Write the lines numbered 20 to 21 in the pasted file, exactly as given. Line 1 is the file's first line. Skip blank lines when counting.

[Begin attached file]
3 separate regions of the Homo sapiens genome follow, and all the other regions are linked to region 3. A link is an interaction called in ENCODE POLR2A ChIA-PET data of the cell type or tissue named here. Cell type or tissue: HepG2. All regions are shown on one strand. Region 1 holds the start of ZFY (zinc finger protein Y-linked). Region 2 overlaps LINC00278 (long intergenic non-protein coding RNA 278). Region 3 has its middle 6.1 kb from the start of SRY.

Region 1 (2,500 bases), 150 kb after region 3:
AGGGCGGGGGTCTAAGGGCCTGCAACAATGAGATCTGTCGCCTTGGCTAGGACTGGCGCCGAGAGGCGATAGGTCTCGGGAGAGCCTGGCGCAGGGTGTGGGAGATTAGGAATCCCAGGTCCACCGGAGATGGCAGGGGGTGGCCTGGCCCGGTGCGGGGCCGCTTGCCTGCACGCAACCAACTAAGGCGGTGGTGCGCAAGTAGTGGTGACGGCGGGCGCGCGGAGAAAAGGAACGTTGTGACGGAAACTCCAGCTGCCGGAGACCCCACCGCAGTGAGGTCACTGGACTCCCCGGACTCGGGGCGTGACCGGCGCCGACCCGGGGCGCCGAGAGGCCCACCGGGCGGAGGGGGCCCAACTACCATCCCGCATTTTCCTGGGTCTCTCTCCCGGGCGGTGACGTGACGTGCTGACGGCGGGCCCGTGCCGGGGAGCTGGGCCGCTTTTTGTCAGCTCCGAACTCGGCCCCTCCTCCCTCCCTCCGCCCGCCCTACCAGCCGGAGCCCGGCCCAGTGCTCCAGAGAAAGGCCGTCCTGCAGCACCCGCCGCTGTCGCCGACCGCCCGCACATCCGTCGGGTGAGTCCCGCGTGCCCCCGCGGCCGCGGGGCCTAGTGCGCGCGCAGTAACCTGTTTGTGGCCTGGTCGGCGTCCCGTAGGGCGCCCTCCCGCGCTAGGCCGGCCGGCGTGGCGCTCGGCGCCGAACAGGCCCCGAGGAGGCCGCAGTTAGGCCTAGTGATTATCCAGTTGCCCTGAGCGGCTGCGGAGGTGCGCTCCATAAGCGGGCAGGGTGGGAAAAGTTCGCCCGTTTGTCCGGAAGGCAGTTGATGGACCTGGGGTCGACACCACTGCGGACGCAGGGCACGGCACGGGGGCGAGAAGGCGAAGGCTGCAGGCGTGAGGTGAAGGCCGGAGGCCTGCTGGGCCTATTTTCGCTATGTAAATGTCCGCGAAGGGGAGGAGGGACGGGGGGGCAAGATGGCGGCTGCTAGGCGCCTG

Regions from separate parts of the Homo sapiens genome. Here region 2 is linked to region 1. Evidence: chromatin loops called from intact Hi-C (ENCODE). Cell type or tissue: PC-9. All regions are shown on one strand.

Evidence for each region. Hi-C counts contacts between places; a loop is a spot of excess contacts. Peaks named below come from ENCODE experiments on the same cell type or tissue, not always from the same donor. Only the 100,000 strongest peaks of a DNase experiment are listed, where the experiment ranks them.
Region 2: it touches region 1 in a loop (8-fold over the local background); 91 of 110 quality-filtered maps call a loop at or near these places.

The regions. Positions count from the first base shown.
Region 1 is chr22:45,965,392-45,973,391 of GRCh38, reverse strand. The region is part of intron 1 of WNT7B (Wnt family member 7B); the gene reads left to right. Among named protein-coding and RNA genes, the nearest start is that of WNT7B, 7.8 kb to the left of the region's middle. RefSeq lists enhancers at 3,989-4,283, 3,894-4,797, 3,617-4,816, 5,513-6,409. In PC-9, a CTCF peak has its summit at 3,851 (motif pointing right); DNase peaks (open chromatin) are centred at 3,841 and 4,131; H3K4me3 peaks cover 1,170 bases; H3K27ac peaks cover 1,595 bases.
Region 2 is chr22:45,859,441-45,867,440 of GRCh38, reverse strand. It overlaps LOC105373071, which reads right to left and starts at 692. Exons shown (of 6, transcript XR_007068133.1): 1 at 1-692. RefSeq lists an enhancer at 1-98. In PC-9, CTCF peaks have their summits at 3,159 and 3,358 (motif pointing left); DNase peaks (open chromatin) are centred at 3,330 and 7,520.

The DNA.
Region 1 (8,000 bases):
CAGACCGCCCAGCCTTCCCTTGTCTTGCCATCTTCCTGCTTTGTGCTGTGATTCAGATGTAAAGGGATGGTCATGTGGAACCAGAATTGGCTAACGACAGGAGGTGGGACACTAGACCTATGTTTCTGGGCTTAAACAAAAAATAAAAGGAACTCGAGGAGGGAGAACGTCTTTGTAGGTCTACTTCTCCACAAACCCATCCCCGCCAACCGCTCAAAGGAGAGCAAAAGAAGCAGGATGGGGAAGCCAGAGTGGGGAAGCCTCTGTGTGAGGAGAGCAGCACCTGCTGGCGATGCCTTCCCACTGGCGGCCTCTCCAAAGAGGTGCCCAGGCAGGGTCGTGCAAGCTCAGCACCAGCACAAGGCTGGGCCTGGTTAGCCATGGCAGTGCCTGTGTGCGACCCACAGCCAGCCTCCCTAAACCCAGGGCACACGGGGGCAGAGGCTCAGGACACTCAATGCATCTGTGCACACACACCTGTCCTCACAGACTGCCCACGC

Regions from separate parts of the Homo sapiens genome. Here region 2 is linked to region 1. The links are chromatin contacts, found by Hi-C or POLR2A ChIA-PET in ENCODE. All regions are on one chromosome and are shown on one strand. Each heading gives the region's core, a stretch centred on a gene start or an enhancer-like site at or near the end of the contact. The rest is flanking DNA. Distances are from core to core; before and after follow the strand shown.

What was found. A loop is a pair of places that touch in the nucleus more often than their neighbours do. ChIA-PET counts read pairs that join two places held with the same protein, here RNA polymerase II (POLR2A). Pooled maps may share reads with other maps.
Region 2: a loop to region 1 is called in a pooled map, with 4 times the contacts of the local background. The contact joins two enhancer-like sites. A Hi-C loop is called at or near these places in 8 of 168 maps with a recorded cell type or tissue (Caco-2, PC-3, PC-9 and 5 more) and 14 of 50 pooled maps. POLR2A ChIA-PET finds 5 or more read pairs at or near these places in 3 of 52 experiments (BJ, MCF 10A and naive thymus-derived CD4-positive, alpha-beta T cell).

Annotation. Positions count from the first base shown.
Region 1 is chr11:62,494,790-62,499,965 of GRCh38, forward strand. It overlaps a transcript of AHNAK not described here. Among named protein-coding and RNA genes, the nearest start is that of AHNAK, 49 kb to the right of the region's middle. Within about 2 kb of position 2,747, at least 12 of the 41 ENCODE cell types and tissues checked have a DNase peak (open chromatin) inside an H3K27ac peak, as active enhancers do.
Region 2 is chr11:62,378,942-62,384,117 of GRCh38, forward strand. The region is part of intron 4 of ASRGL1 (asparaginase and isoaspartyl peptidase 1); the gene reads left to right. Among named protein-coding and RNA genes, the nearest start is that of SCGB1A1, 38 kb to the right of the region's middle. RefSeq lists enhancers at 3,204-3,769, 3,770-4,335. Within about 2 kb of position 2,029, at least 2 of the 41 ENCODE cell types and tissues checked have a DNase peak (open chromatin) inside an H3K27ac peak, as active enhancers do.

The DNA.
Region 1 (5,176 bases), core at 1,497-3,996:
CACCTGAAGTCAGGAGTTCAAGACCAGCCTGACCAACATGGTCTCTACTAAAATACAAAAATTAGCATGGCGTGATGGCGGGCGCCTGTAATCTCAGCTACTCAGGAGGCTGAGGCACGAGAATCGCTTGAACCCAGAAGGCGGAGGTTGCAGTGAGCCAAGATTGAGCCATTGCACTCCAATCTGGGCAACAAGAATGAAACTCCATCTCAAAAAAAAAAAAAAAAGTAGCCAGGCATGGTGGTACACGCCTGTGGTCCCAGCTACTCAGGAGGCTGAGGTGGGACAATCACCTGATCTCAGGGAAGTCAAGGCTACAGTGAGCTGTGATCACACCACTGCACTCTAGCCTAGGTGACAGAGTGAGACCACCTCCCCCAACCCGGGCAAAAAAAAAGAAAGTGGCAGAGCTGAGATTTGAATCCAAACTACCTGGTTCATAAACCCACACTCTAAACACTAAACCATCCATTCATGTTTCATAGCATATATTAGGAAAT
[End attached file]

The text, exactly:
Region 1 (5,176 bases), core at 1,497-3,996:
CACCTGAAGTCAGGAGTTCAAGACCAGCCTGACCAACATGGTCTCTACTAAAATACAAAAATTAGCATGGCGTGATGGCGGGCGCCTGTAATCTCAGCTACTCAGGAGGCTGAGGCACGAGAATCGCTTGAACCCAGAAGGCGGAGGTTGCAGTGAGCCAAGATTGAGCCATTGCACTCCAATCTGGGCAACAAGAATGAAACTCCATCTCAAAAAAAAAAAAAAAAGTAGCCAGGCATGGTGGTACACGCCTGTGGTCCCAGCTACTCAGGAGGCTGAGGTGGGACAATCACCTGATCTCAGGGAAGTCAAGGCTACAGTGAGCTGTGATCACACCACTGCACTCTAGCCTAGGTGACAGAGTGAGACCACCTCCCCCAACCCGGGCAAAAAAAAAGAAAGTGGCAGAGCTGAGATTTGAATCCAAACTACCTGGTTCATAAACCCACACTCTAAACACTAAACCATCCATTCATGTTTCATAGCATATATTAGGAAAT